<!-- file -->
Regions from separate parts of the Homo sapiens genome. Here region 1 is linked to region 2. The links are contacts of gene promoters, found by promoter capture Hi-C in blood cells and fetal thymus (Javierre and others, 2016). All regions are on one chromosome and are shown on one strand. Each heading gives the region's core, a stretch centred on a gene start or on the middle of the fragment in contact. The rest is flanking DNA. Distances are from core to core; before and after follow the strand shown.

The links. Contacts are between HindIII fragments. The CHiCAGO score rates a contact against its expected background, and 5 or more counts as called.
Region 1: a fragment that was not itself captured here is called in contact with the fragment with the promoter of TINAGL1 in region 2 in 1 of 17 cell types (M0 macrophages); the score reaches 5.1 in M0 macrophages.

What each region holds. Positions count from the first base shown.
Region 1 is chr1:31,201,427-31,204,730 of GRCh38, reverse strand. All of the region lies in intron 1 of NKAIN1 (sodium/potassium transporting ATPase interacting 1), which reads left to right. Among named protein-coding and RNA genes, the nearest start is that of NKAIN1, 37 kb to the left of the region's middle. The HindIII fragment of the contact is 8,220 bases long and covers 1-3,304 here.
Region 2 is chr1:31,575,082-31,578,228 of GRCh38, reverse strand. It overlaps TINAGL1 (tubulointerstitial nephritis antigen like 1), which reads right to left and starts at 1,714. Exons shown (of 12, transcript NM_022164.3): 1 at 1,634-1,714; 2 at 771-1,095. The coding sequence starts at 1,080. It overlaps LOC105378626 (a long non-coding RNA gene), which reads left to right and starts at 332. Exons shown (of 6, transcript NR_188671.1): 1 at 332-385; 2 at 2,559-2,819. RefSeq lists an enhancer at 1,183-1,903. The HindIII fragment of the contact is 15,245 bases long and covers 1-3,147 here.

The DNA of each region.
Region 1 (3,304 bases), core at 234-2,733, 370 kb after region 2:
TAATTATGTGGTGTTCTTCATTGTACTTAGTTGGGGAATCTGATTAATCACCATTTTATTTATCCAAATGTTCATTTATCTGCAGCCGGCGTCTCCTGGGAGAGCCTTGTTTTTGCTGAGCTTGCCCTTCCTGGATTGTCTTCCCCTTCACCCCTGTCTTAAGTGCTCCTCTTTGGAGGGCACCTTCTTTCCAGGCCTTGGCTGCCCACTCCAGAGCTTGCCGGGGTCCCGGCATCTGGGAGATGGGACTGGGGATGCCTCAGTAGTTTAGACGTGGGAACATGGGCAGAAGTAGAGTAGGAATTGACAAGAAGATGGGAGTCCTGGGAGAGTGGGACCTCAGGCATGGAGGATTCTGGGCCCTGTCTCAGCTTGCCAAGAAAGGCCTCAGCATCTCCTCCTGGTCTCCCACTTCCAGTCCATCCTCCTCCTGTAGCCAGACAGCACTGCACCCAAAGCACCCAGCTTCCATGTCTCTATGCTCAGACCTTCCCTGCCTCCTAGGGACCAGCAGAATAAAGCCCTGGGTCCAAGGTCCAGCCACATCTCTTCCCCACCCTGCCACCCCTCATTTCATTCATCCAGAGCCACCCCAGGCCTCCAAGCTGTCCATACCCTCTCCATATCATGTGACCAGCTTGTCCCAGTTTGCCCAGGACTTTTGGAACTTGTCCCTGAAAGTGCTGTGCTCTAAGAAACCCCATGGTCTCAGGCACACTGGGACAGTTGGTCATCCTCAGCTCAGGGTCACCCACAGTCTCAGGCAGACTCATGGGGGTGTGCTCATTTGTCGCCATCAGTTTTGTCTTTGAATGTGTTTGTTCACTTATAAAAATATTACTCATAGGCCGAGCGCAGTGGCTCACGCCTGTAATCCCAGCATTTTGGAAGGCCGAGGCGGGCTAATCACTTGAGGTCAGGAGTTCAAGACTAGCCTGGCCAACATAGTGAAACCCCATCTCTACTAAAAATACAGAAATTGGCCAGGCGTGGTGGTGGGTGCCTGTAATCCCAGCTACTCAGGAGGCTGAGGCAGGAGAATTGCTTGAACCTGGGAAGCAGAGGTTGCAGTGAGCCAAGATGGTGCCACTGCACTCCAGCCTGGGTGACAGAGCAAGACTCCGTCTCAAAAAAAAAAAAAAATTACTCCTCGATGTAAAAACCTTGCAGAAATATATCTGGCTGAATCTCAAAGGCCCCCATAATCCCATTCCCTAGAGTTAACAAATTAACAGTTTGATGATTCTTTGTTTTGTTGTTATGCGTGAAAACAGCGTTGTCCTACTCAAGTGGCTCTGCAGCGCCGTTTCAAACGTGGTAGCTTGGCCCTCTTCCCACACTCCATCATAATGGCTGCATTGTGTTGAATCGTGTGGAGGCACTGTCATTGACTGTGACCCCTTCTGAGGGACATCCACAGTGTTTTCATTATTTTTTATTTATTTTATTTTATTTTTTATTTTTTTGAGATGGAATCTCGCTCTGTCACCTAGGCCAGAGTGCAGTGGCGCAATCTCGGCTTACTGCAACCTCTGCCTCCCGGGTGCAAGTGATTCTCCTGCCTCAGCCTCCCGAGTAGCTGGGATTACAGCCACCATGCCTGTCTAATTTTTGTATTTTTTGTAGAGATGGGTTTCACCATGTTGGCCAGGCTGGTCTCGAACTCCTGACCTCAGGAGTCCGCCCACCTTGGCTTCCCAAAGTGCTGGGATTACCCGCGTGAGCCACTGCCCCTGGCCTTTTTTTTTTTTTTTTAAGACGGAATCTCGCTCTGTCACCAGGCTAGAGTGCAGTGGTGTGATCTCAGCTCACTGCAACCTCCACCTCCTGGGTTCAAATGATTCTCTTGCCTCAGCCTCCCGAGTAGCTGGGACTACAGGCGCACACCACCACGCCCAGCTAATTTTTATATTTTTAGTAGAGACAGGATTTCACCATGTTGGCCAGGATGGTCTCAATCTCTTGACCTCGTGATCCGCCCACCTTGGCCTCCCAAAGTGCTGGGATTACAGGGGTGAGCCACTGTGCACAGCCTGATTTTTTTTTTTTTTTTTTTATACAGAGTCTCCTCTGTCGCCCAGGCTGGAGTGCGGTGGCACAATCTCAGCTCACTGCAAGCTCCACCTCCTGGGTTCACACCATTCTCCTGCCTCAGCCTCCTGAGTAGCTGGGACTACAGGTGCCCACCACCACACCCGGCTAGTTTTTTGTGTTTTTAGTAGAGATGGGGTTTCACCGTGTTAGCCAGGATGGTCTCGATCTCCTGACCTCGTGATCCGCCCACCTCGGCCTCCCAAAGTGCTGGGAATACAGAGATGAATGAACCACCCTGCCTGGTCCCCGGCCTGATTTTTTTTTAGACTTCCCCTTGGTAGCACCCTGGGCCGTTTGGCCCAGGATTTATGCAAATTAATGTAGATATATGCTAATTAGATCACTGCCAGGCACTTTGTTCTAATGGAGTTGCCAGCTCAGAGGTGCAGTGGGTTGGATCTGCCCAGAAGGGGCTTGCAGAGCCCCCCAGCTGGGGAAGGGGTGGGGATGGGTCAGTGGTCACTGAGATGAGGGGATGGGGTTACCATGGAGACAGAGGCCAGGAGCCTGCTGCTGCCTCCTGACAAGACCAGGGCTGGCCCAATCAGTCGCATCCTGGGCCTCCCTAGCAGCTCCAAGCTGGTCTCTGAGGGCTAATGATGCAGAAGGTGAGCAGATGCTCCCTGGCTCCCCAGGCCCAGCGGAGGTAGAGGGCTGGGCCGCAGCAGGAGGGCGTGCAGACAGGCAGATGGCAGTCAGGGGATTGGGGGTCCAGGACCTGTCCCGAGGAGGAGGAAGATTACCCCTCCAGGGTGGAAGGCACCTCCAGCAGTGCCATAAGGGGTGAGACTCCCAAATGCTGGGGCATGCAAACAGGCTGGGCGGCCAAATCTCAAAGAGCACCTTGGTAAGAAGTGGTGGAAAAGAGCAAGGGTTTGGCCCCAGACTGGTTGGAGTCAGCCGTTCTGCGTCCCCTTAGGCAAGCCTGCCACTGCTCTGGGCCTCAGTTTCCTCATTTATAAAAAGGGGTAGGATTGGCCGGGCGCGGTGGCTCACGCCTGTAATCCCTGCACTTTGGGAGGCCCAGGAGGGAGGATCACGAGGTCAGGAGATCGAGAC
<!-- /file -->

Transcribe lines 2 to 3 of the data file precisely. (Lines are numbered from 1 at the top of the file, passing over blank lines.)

The links. Contacts are between HindIII fragments. The CHiCAGO score rates a contact against its expected background, and 5 or more counts as called.
Region 1: a fragment that was not itself captured here is called in contact with the fragment with the promoter of TINAGL1 in region 2 in 1 of 17 cell types (M0 macrophages); the score reaches 5.1 in M0 macrophages.